Top sci-fi author’s new story has independent Wales defending itself against England using magic
One of Britain’s best-known sci-fi authors has written a story about an independent Wales that defends itself against England using magic.
The story ‘Red Sky in the Morning’ by Adrian Tchaikovsky, who won the Arthur C. Clarke Award in 2016, is included in the anthology Burning Brightly by NewCon press.
It tells of an independent Wales that has broken away from the rest of the UK that has fallen apart due to floods and crop failures.
After English soldiers invade it’s up to Rhys Ap Owain, the last descendant of Owen Glyndwr, to help the locals by using ancient magic to defend the nation’s autonomy.
In a review of the book, James Lovegrove of the Financial Times said the story was a “wry, understated” and “pointed” commentary, while Eamonn Murphy of SF Crowsnest said that the story is “pure fantasy” but his “Celtic blood surged with pride”.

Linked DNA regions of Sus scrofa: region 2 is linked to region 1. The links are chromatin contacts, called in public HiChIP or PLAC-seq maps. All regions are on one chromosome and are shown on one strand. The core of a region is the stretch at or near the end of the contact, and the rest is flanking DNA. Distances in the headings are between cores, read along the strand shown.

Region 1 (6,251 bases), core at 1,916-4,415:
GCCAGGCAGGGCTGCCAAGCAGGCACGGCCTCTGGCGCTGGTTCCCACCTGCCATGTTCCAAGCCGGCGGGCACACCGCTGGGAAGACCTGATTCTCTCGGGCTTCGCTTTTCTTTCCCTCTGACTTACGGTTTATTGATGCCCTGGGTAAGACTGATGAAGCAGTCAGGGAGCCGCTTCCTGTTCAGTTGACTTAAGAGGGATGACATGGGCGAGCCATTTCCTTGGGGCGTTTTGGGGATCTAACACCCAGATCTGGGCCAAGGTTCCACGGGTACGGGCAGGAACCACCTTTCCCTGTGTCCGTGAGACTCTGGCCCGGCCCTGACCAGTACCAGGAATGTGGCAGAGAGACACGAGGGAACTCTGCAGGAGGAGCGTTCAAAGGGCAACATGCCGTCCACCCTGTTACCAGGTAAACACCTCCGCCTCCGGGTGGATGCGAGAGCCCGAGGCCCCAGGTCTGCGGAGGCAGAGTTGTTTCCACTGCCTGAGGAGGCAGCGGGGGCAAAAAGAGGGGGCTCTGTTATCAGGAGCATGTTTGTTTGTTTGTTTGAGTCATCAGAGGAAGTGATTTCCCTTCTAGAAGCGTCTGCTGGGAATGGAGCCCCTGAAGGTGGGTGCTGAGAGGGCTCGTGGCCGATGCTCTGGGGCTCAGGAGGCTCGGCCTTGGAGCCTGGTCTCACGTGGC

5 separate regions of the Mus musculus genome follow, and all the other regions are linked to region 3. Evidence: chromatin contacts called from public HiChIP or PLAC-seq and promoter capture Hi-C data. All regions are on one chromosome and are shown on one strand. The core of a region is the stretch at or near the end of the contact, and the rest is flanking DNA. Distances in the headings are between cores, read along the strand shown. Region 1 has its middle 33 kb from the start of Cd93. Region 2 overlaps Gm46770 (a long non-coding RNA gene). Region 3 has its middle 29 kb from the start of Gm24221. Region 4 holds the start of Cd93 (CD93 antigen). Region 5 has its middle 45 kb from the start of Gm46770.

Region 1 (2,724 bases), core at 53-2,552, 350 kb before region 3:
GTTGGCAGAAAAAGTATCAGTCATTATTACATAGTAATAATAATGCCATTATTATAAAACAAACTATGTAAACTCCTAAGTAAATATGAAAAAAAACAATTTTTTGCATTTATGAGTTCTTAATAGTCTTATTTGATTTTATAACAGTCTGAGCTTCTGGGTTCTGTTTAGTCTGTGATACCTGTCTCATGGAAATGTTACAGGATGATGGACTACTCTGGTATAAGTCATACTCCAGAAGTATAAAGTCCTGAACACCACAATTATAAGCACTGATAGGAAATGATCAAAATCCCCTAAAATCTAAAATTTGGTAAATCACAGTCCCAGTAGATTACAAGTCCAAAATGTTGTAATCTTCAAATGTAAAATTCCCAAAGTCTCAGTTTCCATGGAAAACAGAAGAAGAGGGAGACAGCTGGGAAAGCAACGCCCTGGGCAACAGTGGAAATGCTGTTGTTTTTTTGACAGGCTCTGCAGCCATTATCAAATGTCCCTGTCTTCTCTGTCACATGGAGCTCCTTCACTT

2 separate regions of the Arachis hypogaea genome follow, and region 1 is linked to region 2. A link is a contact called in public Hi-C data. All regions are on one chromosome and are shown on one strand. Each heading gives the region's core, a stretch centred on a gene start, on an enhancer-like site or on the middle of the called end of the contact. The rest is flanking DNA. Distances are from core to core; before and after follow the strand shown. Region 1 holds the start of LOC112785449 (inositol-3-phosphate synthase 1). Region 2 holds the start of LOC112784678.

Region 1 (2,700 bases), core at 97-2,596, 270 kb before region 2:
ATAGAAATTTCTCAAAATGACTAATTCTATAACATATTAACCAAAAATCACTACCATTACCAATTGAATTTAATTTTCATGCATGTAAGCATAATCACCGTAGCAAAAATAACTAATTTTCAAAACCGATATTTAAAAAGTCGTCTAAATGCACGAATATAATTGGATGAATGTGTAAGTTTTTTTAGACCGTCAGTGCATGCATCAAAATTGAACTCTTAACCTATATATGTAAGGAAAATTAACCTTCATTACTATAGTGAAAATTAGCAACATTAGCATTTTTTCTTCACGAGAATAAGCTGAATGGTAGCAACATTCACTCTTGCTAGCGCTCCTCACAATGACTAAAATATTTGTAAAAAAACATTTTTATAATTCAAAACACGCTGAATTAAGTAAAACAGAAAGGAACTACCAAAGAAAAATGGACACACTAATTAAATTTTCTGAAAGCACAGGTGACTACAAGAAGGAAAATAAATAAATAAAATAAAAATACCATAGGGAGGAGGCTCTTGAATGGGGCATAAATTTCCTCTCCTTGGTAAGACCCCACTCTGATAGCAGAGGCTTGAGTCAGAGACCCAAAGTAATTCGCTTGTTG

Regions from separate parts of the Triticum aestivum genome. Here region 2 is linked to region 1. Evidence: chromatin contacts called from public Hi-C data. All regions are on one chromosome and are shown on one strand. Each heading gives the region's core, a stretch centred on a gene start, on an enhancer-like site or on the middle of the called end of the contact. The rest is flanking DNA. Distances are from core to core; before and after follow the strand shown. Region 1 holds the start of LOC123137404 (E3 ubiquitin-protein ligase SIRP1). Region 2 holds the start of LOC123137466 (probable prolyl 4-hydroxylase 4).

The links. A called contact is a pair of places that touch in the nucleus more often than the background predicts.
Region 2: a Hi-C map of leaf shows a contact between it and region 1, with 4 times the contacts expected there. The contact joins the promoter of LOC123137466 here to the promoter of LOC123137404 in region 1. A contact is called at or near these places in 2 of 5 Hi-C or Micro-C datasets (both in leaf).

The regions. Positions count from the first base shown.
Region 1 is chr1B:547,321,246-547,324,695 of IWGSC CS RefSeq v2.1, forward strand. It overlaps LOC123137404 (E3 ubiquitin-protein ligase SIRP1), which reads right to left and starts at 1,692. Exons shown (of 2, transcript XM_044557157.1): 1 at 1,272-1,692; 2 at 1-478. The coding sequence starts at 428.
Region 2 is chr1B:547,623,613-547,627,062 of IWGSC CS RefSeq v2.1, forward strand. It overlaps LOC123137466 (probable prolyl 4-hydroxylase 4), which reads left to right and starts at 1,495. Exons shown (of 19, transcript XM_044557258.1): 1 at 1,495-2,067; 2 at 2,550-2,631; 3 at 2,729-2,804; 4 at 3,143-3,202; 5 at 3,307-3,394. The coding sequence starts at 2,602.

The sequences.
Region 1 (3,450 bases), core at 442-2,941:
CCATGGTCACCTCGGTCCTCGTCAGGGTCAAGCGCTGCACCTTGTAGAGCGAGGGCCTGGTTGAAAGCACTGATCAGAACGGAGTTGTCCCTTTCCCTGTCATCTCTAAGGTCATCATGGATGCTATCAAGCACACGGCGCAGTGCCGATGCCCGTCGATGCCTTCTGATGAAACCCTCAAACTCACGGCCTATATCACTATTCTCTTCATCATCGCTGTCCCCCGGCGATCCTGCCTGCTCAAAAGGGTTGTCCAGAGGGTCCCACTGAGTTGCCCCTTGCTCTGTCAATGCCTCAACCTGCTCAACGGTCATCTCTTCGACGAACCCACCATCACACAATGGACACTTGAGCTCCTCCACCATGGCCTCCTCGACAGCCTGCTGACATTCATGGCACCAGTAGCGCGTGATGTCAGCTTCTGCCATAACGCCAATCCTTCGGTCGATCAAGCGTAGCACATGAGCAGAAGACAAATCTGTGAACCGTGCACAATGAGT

Adrian Tchaikovsky’s story had been written especially for Burning Brightly, which also includes a contribution from Iain M. Banks. The collection is a mix of new stories and one contributed over the years to Novacon, one of the world’s longest-running science fiction conventions.
To commemorate the event’s 50th anniversary, members of the convention committee have selected their favourite stories from those that have been written by guests for the convention over the years.
These appear alongside original stories by Eric Brown, Ian R. MacLeod, Martin Sketchley, Kari Sperring, and Adrian Tchaikovsky.
Adrian Tchaikovsky openly mused about the possibilities for independence on social media last year, asking: “What if Scotland, Northern Ireland and Wales all just seceded together as a single unit from England.
“They could install a constitutional monarch and call themselves something, I don’t know, ‘the United Kingdom.'”
Burning Brightly: 50 Years of Novacon is available now and can be bought here.